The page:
Please use this identifier to cite or link to this item: http://hdl.handle.net/2381/43754
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dc.contributor.authorEvans, L-
dc.contributor.authorJaffe, R-
dc.date.accessioned2019-04-12T09:51:31Z-
dc.date.issued2019-
dc.identifier.citationInterventions: International Journal of Postcolonial Studies, 2019, in pressen
dc.identifier.uriTBAen
dc.identifier.urihttp://hdl.handle.net/2381/43754-
dc.descriptionThe file associated with this record is under embargo until publication, in accordance with the publisher's self-archiving policy. The full text may be available through the publisher links provided above.en
dc.description.abstractThe transformation of politically affiliated Jamaican gangs into transnational criminal organisations in the 1980s generated media reports that criminalised black masculinity and associated Jamaica and the Jamaican diaspora in Europe and North America with a ‘culture of violence’ (Scott 1997; Thomas 2011). This has continued into the twenty-first century with, for example, the media coverage of the Tivoli Gardens don and Shower Posse leader Christopher ‘Dudus’ Coke’s arrest and extradition in 2010. Representations of ‘yardies’ in film, popular music, fiction and investigative nonfiction have similarly often reinforced cultural, racial and sexual stereotypes (Murji 2009). These kinds of popular and media narratives of crime and violence in Jamaica and the Jamaican diaspora have perpetuated what Gilroy calls the myth of black criminality (Gilroy 1987, 118) and reinforced ‘imaginative geographies’, rooted in colonial perspectives, that ‘depict Jamaica as a lawless, criminogenic space’ (Jaffe 2014, 159). In this special issue we consider how representations of various kinds may reconfigure widespread associations of Jamaica with crime and violence. While these representations can contribute to the reproduction of stereotypical associations, they can also challenge dominant understandings by questioning and complicating assumptions around national and cultural identity, race, class, gender and sexuality, and by reframing the contexts and causes of crime in Jamaica and in the Jamaican diaspora. The articles collected here cover a wide range of representational forms and modes, including fiction, biography, film, photography, oral history, popular music, painting and street art.en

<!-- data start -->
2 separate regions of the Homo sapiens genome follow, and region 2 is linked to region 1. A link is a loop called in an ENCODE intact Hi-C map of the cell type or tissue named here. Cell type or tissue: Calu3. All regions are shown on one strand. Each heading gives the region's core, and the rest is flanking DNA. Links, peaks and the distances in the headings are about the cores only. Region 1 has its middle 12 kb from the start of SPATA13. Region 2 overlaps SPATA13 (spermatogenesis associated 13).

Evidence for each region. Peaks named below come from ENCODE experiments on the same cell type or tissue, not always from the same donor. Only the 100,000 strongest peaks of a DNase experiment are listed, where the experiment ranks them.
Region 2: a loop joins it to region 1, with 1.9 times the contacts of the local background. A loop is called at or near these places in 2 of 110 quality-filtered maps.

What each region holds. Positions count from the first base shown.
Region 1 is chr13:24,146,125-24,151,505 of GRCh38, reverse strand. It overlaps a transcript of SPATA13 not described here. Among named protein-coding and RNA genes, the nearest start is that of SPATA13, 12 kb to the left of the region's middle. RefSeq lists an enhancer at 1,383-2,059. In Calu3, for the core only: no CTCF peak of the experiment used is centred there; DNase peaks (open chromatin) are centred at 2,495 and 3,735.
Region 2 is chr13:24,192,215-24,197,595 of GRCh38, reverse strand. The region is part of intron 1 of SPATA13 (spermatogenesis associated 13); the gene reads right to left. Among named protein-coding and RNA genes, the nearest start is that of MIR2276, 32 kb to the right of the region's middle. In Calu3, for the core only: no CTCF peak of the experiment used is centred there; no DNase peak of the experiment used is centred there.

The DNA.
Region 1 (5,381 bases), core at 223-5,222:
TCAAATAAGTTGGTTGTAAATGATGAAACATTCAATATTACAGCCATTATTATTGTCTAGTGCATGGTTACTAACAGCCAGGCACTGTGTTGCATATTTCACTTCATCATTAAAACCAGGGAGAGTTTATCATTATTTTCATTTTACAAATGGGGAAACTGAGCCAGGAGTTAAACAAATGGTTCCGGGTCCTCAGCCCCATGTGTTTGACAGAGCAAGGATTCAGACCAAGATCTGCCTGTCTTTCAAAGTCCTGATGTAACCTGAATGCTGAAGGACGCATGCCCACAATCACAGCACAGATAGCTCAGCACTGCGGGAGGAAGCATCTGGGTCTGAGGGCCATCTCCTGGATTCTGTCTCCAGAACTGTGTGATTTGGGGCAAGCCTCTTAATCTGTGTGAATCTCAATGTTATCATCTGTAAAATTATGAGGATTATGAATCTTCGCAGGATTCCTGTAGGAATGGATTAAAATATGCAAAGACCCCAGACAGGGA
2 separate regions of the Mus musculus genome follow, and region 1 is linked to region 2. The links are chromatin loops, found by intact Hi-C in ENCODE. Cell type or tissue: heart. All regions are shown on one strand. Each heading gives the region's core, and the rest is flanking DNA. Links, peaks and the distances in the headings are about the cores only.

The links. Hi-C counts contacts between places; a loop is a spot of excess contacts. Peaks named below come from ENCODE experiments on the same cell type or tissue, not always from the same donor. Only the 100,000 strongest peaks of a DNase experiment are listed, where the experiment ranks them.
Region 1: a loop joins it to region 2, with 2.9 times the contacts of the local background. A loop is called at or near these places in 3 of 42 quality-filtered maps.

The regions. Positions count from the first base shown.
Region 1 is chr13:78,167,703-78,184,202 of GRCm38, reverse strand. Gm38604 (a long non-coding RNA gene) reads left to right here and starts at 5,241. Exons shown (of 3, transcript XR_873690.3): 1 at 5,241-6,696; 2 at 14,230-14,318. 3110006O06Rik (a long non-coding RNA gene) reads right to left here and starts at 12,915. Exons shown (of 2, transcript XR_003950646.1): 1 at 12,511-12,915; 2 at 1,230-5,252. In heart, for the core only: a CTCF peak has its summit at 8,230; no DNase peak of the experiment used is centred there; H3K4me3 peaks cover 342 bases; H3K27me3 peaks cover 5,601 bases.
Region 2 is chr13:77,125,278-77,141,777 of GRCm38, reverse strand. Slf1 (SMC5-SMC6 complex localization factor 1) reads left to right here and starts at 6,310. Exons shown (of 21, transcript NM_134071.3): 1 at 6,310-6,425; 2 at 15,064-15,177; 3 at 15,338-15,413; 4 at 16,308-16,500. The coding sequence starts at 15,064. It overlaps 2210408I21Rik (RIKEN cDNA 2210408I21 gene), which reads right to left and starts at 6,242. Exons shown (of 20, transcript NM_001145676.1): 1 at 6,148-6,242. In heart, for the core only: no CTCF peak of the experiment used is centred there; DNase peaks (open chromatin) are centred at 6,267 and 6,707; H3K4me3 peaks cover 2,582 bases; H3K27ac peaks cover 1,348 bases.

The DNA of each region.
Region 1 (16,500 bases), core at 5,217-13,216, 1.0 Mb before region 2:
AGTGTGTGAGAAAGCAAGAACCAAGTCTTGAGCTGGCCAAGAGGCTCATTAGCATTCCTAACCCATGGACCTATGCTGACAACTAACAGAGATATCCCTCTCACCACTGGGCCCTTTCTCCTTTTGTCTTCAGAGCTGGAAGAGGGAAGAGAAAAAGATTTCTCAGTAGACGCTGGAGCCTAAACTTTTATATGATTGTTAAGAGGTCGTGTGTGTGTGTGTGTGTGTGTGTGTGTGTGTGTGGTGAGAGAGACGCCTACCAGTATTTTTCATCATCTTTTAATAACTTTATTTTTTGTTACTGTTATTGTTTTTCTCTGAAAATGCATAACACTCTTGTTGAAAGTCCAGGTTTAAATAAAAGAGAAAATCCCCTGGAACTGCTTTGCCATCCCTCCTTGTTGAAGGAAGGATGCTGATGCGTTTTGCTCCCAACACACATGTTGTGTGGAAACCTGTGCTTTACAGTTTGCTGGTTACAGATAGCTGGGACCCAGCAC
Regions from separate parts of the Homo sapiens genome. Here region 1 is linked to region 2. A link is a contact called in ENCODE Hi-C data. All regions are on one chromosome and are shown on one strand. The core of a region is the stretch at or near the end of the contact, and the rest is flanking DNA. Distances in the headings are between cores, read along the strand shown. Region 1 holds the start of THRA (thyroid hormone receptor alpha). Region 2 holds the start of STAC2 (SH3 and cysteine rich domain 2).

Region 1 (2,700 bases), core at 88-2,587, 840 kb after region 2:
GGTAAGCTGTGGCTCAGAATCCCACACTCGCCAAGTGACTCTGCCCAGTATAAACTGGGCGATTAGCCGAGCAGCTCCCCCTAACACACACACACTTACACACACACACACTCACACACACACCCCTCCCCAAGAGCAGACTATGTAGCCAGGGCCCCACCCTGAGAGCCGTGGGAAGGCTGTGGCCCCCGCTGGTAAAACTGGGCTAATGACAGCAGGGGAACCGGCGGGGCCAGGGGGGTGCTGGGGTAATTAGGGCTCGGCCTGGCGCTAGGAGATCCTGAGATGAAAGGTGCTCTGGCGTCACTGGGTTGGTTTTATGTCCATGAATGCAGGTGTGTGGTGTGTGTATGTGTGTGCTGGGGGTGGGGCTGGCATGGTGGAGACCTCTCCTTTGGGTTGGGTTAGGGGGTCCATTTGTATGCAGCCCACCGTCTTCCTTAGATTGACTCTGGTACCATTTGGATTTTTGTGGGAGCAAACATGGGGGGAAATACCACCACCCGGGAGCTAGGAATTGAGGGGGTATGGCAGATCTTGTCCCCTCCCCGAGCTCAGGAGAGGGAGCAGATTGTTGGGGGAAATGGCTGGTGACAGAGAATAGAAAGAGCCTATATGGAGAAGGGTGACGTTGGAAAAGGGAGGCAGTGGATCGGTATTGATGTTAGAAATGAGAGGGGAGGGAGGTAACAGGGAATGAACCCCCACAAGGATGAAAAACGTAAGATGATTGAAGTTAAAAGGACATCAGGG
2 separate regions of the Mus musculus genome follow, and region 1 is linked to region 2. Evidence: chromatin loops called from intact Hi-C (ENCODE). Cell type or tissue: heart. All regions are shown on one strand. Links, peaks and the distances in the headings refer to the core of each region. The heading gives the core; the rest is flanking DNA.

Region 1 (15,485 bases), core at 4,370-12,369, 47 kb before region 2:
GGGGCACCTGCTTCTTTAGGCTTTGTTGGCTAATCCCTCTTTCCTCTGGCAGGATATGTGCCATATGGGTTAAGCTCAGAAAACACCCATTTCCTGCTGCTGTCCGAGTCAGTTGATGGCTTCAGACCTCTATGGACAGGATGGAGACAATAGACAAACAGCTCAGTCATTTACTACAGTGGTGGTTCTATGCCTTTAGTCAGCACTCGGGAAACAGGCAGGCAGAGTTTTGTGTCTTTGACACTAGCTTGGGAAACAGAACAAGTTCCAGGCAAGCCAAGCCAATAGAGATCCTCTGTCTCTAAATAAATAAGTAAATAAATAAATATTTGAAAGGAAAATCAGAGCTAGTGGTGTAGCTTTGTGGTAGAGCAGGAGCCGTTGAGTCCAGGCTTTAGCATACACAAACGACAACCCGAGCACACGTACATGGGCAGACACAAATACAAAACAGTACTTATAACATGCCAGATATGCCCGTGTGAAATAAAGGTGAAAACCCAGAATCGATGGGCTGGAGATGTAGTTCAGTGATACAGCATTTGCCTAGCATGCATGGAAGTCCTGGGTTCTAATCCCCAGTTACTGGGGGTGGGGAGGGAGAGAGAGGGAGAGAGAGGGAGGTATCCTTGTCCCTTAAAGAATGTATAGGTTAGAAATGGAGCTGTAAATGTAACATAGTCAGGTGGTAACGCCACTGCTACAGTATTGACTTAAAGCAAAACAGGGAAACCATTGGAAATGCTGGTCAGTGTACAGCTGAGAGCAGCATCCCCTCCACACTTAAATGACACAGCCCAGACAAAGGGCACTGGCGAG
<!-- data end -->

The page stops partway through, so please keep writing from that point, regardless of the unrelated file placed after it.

dc.language.isoenen
dc.publisherTaylor & Francis (Routledge)en
dc.titleIntroduction: Representing Crime, Violence and Jamaicaen
dc.typeJournal Articleen
dc.identifier.doiTBA-
dc.identifier.eissn1469-929X-
dc.description.statusPeer-revieweden
dc.description.versionPost-printen
dc.type.subtypeEditorial Comment-
pubs.organisational-group/Organisationen
pubs.organisational-group/Organisation/COLLEGE OF SOCIAL SCIENCES, ARTS AND HUMANITIESen
pubs.organisational-group/Organisation/COLLEGE OF SOCIAL SCIENCES, ARTS AND HUMANITIES/School of Artsen
dc.rights.embargodate10000-01-01-
dc.dateaccepted2018-12-24-
Appears in Collections:Published Articles, College of Arts, Humanities & Law

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